The Age of Digital Baroque
Whether you’re nice, smart, wise, silly, a guy, a girl, a dude, a chick, a man, a woman, a lady, or a gentleman, writing is not a social act. It is an embarrassingly pathetic narcissistic monkey business. Especially if you earn your living with it. Socrates, never wrote a line. Online publishers like me, you, and Scobleizer are the most narcissistic smoothies we can imagine, very much like people that hire detectives to watch themselves, or rappers (Rap is as dead as blogging, by the way).
The claim that you write only for the sake of writing, or that traffic doesn’t matter, or that you do it because you’re such a good person, or that your writing will save the world is nothing but sorry-ass, self-betrayal techniques. Writing is as vain as it gets. And if you don’t publish your stuff, it doesn’t mean that you’re wise—it means that your writing isn’t good enough to fool yourself.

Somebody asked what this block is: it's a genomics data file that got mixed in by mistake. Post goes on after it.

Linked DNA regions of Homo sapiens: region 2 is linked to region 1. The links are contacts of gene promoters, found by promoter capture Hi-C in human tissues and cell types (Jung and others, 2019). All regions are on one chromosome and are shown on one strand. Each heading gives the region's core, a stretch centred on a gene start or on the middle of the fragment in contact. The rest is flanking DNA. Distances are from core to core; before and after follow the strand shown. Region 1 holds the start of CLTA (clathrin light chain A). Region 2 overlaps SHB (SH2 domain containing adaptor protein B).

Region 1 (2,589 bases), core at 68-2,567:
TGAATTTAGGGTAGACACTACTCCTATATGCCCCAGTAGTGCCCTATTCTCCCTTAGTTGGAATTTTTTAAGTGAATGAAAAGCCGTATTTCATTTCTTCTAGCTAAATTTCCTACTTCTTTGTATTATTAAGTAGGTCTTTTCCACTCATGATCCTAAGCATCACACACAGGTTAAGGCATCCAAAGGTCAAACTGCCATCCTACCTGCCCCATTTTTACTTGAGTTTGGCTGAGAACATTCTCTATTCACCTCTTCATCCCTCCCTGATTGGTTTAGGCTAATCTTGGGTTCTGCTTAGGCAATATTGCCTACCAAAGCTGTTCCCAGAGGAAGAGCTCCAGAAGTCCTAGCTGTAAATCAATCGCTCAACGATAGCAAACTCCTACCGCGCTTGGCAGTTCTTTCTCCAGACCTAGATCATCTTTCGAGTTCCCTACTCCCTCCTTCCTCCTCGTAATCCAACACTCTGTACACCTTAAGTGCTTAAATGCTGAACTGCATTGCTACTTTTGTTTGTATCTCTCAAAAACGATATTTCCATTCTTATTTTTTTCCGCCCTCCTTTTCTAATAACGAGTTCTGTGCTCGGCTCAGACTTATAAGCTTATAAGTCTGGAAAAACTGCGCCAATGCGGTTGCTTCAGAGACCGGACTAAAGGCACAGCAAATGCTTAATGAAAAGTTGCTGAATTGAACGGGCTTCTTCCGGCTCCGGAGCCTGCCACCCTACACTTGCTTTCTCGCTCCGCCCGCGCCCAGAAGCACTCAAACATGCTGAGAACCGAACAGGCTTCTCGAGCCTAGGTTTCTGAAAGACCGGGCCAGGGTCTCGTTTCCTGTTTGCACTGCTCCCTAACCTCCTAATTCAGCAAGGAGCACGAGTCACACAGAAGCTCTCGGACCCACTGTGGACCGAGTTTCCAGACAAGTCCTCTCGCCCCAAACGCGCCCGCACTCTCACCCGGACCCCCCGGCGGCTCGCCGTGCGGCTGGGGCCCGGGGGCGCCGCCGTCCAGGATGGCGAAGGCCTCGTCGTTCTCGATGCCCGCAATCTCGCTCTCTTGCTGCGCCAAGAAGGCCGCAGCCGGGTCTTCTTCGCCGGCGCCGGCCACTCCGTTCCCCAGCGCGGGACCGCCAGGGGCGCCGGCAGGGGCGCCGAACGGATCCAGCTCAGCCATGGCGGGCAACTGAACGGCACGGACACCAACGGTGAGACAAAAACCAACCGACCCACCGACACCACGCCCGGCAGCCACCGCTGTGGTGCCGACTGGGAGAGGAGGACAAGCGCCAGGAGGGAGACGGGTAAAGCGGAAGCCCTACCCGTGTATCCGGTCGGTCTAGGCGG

To lower “publishing insecurity” we now have Facebook, Twitter, Friendfeed and Co. that gladly exponentiate our bombastic naught. Repeating and re-Tweeting the same meaningless word ornaments on Twitter, Facebook, and Friendfeed, we have entered the Age of Digital Baroque.
By publishing your random gags on Twitter, you can easily grab a hundred followers. Ones that will follow everything you do; no matter how banal. How you drink coffee. How you get on a plane. How you report on a round cloud in the sky. How you get off a plane and have another boring cup of boring coffee… Why think and write and struggle in elaboration and defense of an argument when you can easily satisfy your vanity by hacking out 140 ornamented strokes of boredom?
I read months ago that blogs are dying. A big American journalist said so. He said he used to like blogs, but he stopped reading them because the good bloggers had said everything they had to say, and he didn’t like to listen to people that just repeat themselves. Just a journalist, I thought. Checking my mailing list subscribers, I see that he has unsubscribed. Just a journalist?